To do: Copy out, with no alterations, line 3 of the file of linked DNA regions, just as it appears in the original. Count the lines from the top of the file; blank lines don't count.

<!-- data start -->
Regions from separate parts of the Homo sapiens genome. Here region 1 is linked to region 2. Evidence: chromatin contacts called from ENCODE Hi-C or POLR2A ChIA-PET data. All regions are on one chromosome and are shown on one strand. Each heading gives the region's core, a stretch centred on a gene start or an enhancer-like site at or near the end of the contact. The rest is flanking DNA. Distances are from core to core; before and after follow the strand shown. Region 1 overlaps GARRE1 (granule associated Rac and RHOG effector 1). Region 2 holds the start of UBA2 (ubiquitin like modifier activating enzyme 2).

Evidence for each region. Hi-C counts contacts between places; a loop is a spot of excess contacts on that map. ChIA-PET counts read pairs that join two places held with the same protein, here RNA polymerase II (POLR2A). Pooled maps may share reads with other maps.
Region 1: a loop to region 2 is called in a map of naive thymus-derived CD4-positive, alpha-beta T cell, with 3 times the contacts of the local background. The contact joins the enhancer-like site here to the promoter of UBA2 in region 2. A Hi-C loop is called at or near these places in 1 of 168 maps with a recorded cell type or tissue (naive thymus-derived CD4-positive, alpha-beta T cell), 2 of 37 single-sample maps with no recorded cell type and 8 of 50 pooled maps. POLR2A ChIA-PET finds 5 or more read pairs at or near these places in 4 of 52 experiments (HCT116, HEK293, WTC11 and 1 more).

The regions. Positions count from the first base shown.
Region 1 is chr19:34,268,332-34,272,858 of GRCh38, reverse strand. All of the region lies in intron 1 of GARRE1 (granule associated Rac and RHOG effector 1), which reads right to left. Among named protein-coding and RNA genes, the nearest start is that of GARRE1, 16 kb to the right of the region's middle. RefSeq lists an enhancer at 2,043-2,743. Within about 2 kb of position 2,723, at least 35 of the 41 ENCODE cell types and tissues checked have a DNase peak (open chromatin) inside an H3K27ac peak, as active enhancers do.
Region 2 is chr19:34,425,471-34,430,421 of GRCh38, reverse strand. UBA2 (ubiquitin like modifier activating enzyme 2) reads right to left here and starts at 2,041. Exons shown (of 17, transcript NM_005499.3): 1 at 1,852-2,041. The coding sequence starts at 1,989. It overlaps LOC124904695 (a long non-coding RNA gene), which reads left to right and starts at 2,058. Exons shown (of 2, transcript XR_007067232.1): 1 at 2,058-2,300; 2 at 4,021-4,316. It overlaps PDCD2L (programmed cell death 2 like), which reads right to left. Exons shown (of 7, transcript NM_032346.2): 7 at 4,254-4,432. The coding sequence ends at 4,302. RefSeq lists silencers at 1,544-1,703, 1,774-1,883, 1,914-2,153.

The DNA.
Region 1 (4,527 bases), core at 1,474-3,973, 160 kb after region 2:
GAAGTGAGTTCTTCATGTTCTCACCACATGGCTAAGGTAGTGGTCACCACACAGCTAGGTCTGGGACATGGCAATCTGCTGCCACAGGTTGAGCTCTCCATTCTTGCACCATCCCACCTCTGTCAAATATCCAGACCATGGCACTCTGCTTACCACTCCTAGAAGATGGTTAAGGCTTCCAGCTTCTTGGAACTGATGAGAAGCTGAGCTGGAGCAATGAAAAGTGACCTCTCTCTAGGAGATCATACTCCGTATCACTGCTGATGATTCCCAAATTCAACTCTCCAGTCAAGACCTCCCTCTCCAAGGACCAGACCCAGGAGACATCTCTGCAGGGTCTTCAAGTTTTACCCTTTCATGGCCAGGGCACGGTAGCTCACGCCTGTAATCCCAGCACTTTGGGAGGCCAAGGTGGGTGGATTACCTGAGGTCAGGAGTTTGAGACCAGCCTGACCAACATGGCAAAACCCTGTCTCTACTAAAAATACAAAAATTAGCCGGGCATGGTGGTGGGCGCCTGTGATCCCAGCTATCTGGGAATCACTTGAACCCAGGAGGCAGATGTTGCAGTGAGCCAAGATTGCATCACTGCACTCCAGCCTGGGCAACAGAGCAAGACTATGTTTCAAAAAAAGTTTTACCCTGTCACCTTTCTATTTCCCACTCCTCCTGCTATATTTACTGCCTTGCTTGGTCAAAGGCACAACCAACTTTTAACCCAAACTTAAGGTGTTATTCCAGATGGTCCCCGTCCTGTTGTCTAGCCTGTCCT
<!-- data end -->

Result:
Region 1: a loop to region 2 is called in a map of naive thymus-derived CD4-positive, alpha-beta T cell, with 3 times the contacts of the local background. The contact joins the enhancer-like site here to the promoter of UBA2 in region 2. A Hi-C loop is called at or near these places in 1 of 168 maps with a recorded cell type or tissue (naive thymus-derived CD4-positive, alpha-beta T cell), 2 of 37 single-sample maps with no recorded cell type and 8 of 50 pooled maps. POLR2A ChIA-PET finds 5 or more read pairs at or near these places in 4 of 52 experiments (HCT116, HEK293, WTC11 and 1 more).